6. Turn the work over and stitch away, confident that your thread is secure on the back of the fabric — without a knot!
A finished line of stem stitch will look like this on the back of the fabric, using this method of starting a thread.
No knots with any thread
The first method above is quick and easy, but it’s somewhat limiting. It only works when you’re stitching with two strands of floss, after all.
The method below works with any kind of thread, with any number of strands.
Yes, you’re right! That’s a knot in the photo! In this case, the knot is called a waste knot, because we’re eventually going to cut it off.
1. With this method of starting a thread without leaving a knot on the back of the fabric, thread your needle as you normally would and tie a little knot at the end of your thread.
2. An inch or so away from where you want to start your embroidered line, take your needle and thread down into the fabric from the top, leaving the knot on the top of the fabric.
3. Moving down your design line towards your starting point, bring the needle and thread to the front of the fabric and take a tiny backstitch over one (or two, at most) threads in the fabric.
4. The goal here is to make two or three tiny backstitches on the design line, working toward the starting point of your embroidery.
5. Once you have two or three of these tiny backstitches worked on the line, bring your needle and thread to the front of the fabric at your starting point, and start stitching towards the knot.
6. Stitch right over those little backstitches, as if they aren’t even there. Your line of embroidery stitches will cover them up.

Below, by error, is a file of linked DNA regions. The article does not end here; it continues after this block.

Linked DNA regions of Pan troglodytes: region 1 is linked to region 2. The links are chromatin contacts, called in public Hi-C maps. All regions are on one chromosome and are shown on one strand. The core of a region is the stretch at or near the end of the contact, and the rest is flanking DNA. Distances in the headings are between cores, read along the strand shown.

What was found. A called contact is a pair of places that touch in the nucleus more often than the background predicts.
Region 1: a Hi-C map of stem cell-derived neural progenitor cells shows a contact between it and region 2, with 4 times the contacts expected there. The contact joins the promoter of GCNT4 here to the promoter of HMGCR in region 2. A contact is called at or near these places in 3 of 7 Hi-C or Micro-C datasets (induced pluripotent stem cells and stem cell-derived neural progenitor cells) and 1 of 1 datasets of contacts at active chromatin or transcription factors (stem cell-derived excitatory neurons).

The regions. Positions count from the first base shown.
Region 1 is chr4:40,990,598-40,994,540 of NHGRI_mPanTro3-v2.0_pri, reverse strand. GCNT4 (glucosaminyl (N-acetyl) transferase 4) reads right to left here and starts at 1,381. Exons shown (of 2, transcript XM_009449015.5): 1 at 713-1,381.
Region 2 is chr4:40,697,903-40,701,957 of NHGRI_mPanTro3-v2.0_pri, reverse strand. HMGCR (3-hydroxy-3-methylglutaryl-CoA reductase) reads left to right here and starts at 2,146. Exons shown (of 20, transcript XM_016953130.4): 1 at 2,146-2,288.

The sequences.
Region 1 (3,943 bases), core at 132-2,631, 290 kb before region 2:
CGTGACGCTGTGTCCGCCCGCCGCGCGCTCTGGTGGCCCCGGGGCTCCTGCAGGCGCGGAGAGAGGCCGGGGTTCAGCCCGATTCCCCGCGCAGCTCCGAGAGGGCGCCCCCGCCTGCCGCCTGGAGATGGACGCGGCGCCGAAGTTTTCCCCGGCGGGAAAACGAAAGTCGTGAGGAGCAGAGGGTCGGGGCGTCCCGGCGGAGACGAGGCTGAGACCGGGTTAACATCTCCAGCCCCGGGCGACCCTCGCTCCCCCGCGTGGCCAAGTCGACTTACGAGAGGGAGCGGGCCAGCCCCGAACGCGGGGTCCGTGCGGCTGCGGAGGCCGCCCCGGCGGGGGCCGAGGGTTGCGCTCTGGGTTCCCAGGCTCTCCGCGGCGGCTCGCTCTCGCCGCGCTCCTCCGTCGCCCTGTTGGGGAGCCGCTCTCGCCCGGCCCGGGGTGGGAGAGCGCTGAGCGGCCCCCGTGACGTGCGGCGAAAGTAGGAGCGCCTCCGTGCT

You don’t need to pay too much attention to what’s going on on the back of the fabric. You’ll most likely be stitching through the threads on the back as you progress towards the knot — and that’s OK! Just think of it as extra security.
7. When you arrive near the knot, pull up on the tail of the knot, to pull it away from the surface of the fabric. Then snip right next to the surface of the fabric to remove the knot.
Once you snip the thread close, the rest of it will bounce to the back of the fabric.
Up close, this is what the beginnings of both lines of stitching look like. The line on the left is the two-stranded method; the line on the right is the waste knot with tacking stitches.
Both threads are perfectly secure, and neither involves a little lump on the back of the fabric.
Waste knots and small tacking stitches like those described above work in pretty much any stitching situation, where you can cover the little stitches up with your embroidery.
So whether you’re stitching on a line or filling in space, this is a secure way to start an embroidery thread.
In the photo above, I’m going to fill that small dot with satin stitch and then outline part of it with stem stitch. To start my thread, I began with a waste knot on top of the fabric, inside the little dot, and I took three tiny stab stitches inside the dot, too.